I loved the “Thundercats” cartoon as a child, watching cat-like humanoids fighting the forces of evil. Whenever their leader was in trouble, he’d unleash the Sword of Omens to gain “sight beyond sight,” the ability to see events happening at faraway places, or bellow “Thunder, Thunder, Thunder, Thundercats, Hooo!” to instantaneously summon his allies to his location to join the fight. What kid didn’t want those superpowers?
I also wanted Green Lantern’s ring, Wonder Woman’s bracelets, Captain America’s shield and of course Batman’s batsuit. I never imagined then that 30 years later, as National Superhero Day approaches, I’d be designing components of my own supersuits.
I didn’t really notice this until a few months ago. On that day, my childhood dreams were at once destroyed and fulfilled. Standing in a line, I noticed that everyone was focused on their smartphones’ screens. Suddenly it hit me: I already had Sword of Omens superpowers. With my smartphone, I can see video of faraway events and text my friends to meet up. Billions of people now have what used to be considered superpowers.
But what about the physical superpowers? I wanted those, too – like superhuman endurance or strength. Those may not be too far behind: I’m working on them in Vanderbilt’s Center for Rehabilitation Engineering & Assistive Technology. Humanity has begun to enter the age of wearable exoskeletons and exosuits that offer support and strength to people’s bodies.
Exoskeletons under development
Over the past five years, wearable exoskeletons that assist and aid movement have begun to shift out of research labs and into public use. They’re still early versions, and the science is still emerging, but they include the first of several FDA-approved exoskeletons to assist individuals with spinal cord injury or after stroke, as well as exoskeletons to help keep workers safe and reduce the fatigue of physically demanding jobs.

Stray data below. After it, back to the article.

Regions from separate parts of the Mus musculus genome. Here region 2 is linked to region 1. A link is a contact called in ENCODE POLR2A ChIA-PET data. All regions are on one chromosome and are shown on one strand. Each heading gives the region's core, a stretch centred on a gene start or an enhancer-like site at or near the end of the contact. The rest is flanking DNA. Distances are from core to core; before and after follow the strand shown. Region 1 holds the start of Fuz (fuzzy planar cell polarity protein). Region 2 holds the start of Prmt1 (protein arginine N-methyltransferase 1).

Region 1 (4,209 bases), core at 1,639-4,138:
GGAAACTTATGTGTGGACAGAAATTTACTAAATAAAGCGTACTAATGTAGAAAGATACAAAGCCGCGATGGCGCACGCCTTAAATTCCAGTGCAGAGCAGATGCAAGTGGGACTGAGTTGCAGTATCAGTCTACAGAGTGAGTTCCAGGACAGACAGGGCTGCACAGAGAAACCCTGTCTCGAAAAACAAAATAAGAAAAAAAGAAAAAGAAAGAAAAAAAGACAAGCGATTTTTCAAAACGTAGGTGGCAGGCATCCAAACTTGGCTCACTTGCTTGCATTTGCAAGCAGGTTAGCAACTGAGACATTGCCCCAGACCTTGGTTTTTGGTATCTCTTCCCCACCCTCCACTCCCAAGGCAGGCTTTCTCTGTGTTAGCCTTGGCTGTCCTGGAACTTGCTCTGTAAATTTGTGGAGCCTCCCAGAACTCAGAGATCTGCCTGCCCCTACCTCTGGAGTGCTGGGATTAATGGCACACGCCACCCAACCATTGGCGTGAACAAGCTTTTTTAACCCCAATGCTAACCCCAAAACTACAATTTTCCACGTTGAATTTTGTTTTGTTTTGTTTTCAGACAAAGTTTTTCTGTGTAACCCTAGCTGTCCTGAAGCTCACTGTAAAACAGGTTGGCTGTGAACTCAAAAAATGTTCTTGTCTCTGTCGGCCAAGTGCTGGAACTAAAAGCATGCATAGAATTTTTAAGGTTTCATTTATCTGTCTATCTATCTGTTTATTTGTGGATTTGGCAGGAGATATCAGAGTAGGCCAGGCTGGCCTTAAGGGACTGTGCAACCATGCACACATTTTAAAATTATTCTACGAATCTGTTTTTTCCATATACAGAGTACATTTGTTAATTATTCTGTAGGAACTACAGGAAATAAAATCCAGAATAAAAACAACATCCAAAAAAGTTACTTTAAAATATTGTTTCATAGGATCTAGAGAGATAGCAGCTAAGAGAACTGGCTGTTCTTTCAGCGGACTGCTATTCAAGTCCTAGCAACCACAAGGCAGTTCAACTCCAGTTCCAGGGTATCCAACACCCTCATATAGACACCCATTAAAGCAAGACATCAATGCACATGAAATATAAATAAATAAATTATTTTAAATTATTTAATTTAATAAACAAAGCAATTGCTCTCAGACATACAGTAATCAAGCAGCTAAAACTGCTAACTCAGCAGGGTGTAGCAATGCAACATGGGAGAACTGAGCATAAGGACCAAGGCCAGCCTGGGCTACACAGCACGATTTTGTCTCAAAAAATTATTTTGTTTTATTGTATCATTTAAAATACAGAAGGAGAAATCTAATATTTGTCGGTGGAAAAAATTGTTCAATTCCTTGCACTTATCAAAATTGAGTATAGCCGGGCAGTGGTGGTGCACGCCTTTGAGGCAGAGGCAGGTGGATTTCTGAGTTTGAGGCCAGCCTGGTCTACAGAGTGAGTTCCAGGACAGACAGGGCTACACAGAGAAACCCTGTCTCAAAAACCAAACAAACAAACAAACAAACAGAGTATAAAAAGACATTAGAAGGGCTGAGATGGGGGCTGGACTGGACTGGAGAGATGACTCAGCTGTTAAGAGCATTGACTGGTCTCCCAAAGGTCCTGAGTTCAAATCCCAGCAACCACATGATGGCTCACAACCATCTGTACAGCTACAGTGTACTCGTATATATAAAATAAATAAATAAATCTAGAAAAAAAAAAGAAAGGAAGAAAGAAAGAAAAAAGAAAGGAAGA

Toyota even requires workers to wear exoskeletons as mandatory personal protective equipment when performing certain overhead work tasks, where fatigue and muscle stress could lead to injury.
However, most people who could potentially benefit don’t yet have access to exoskeletons, because they’re generally too bulky, too expensive, interfere too much with other tasks or are not yet comfortable enough to wear. I’ve become fascinated by the prospect of regular people turning themselves into everyday superheroes.
Preventing injuries with supersuits
From my research lab, I can walk across the street and within two minutes be at the Veterans Affairs Hospital or the Vanderbilt University Medical Center. The nurses and other medical professionals who perform strenuous lifting, leaning and carrying tasks to care for patients are likely to develop low back pain – or may already be experiencing it. A supersuit could help prevent this pain.
Low back pain is a complex problem with many potential sources, but one common source is due to stress from repetitive forces on the muscles and discs. Most adults experience low back pain at some point in their lifetime, and it’s a leading cause of physical disability. The prestigious medical journal The Lancet recently published a three-part series calling on everyone – from national and international policymakers to funding agencies to researchers, engineers and clinicians – to help improve the effectiveness of care and develop innovative new solutions to combat this global epidemic.
Over the last three years, the research team I lead has been developing a clothing-like exoskeleton, which might be more aptly described as mechanized clothing, a spring-powered exosuit or even just a supersuit. It consists of a vest and shorts made of common clothing materials, plus assistive fabric elastic bands and a switch that lets the wearer turn the suit’s assistance on or off.